Background of the Case

In 1970, Davis was a professor at the University of California, Los Angeles (UCLA). She was also a member of the Black Panther Party, a revolutionary organization that advocated for the self-defense of African Americans.

On August 7, 1970, three inmates—Jonathan Jackson, William Christmas, and James McClain—attempted to escape from the Marin County Courthouse. During the escape attempt, a shootout occurred between the inmates and the police. Four people were killed in the shootout, including Judge Harold Haley, inmate Jonathan Jackson, and two jurors.

Davis was not present at the shootout, but she was accused of providing the guns used in the escape attempt. She was arrested on October 13, 1970, and charged with conspiracy to murder, kidnapping, and aggravated assault.

The Trial

Davis’ trial began on March 8, 1972. The prosecution presented evidence that Davis had purchased the guns used in the escape attempt and that she had been in contact with the inmates involved in the shootout.

Davis’ defense team argued that she was not involved in the escape attempt and that the prosecution’s case was based on circumstantial evidence. They also argued that Davis was a political prisoner and that her trial was politically motivated.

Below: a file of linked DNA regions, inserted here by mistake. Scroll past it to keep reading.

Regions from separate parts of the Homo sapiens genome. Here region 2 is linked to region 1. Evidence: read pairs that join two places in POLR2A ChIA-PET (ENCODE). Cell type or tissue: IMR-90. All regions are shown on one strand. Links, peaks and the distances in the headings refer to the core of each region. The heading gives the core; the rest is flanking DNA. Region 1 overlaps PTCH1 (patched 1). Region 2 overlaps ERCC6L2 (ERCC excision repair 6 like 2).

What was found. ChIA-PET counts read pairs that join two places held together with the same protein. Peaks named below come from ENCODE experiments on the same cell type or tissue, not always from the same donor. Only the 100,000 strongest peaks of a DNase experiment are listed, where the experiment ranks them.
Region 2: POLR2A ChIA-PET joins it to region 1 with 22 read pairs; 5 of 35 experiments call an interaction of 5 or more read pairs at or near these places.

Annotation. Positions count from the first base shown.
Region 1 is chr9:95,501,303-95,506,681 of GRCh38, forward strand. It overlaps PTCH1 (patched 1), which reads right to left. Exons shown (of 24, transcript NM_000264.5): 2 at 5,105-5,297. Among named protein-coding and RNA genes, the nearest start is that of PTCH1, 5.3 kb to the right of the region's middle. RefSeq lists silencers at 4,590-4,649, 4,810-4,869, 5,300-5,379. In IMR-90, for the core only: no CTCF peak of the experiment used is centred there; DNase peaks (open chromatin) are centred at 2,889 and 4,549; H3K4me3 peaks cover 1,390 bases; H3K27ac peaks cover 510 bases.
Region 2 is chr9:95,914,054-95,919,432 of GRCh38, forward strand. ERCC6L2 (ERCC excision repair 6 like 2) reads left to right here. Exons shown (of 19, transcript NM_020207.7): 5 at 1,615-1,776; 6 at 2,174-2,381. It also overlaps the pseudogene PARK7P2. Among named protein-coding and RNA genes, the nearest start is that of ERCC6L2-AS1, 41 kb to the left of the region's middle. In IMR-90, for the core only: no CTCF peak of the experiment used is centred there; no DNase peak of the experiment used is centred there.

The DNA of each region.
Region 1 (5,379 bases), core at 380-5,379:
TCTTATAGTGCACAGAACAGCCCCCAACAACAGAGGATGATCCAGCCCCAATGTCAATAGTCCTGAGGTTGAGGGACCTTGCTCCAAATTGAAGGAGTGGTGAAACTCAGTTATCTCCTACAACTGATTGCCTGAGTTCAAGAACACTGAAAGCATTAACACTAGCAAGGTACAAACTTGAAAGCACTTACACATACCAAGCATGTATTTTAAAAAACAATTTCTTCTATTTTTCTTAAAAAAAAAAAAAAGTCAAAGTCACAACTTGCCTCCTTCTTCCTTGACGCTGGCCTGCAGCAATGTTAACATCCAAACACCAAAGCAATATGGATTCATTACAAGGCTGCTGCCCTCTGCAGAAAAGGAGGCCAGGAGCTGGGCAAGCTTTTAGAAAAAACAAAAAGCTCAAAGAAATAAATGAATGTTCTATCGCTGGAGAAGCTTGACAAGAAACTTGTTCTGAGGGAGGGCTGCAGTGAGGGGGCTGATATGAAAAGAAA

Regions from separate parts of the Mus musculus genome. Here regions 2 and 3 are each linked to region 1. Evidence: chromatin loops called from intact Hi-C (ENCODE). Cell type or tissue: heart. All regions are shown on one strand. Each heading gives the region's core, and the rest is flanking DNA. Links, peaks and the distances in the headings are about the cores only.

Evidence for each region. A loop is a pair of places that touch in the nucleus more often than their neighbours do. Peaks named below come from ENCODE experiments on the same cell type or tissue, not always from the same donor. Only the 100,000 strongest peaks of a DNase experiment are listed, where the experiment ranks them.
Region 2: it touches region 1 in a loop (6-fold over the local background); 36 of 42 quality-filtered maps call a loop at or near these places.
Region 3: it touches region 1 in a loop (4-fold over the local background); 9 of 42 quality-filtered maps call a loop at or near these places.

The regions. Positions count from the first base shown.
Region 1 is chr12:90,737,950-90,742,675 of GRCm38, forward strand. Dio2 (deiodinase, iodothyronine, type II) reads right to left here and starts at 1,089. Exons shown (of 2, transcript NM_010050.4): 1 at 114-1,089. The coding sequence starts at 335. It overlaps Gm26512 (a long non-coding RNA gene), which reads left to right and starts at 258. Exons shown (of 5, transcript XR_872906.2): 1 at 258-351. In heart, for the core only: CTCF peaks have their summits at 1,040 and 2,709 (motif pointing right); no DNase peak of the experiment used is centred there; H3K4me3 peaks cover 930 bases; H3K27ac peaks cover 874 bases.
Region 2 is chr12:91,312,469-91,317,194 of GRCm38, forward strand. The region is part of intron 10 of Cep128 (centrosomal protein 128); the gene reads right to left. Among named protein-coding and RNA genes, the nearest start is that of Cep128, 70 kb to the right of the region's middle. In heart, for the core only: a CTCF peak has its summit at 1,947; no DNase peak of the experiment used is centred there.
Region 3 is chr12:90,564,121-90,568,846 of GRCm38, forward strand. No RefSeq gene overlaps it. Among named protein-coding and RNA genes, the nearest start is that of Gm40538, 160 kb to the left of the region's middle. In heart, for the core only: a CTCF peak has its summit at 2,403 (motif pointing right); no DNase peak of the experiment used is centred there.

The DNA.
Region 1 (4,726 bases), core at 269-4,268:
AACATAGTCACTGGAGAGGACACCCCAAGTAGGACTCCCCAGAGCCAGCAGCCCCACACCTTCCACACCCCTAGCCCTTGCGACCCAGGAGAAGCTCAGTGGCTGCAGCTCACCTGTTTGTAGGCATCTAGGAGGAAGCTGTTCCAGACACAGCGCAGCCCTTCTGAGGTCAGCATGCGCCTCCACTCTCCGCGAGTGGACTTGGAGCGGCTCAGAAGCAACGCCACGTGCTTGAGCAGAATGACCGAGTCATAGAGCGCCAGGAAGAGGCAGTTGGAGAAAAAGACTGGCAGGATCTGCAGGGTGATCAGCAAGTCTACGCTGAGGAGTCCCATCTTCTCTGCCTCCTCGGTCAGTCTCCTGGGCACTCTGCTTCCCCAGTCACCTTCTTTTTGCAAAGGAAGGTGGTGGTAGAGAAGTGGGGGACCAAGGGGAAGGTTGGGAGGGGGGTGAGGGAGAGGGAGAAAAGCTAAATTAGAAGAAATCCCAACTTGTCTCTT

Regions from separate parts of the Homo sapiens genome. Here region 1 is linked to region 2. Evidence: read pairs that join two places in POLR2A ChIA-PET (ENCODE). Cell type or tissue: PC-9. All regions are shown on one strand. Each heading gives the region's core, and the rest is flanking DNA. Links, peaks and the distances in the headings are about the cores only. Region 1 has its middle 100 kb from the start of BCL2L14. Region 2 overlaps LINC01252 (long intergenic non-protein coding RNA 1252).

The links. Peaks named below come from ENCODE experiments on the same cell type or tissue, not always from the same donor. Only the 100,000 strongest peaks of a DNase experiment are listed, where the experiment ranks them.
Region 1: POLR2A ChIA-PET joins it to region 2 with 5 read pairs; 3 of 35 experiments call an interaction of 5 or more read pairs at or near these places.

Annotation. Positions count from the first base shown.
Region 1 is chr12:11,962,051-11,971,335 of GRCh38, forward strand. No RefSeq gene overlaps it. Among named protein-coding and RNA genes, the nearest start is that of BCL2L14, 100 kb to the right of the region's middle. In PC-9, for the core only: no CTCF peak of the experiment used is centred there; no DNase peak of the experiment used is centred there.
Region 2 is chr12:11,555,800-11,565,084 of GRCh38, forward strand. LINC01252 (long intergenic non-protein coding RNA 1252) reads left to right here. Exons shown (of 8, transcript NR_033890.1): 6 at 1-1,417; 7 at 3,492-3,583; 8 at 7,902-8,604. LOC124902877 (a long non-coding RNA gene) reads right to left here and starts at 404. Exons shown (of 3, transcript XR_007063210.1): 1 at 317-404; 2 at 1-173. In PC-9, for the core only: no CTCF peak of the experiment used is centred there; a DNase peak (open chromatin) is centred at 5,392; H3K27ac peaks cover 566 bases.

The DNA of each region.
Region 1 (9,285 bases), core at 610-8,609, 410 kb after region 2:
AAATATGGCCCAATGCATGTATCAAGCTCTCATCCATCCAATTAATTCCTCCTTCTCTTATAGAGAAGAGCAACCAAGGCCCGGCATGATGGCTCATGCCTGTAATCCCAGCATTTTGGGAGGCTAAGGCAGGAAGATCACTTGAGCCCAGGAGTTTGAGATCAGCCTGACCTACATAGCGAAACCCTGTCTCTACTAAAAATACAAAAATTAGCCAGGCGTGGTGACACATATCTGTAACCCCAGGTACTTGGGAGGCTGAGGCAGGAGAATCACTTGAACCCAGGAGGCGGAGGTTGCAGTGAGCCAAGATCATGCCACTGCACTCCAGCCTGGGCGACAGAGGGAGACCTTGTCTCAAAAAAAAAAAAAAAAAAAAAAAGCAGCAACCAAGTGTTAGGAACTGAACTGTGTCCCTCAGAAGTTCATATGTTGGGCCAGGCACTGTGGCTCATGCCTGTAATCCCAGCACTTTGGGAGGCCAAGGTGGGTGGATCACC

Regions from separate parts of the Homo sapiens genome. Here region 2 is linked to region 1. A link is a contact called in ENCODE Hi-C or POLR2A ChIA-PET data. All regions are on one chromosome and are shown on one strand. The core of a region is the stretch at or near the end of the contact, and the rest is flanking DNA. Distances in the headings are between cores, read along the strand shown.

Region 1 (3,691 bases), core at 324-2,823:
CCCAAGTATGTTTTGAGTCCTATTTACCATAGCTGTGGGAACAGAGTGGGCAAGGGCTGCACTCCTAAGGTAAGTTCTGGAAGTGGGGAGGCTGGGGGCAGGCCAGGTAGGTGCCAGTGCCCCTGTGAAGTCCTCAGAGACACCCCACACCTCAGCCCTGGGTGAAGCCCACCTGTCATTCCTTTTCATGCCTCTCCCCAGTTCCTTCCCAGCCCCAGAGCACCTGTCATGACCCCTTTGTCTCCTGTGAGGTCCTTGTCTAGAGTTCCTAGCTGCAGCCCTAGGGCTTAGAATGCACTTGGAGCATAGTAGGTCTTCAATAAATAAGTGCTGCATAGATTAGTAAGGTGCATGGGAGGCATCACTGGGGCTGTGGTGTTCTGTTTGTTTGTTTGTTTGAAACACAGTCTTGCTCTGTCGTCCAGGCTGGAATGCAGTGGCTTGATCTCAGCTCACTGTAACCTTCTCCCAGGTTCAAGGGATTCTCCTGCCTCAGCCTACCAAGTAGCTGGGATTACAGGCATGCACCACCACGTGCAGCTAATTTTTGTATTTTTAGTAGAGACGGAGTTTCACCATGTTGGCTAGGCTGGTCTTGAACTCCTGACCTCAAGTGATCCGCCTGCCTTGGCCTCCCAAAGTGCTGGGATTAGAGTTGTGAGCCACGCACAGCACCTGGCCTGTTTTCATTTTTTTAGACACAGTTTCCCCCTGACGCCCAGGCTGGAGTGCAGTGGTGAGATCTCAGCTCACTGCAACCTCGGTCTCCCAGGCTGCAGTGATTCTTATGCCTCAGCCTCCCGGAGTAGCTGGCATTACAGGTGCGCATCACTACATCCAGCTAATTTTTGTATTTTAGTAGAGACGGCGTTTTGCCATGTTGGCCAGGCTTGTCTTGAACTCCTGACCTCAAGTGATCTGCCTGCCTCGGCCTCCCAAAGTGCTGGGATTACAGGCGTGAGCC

The Verdict

After a three-month trial, the jury acquitted Davis of all charges on June 4, 1972. The acquittal was a major victory for the civil rights movement and for Davis herself.

The Aftermath

After her acquittal, Davis continued to be a prominent civil rights activist. She has written several books and has lectured extensively on issues of race, gender, and class. She is also a professor emerita at the University of California, Santa Cruz.

Davis’ acquittal is a reminder of the importance of the civil rights movement in the United States. It is also a reminder of the power of the people to fight for justice.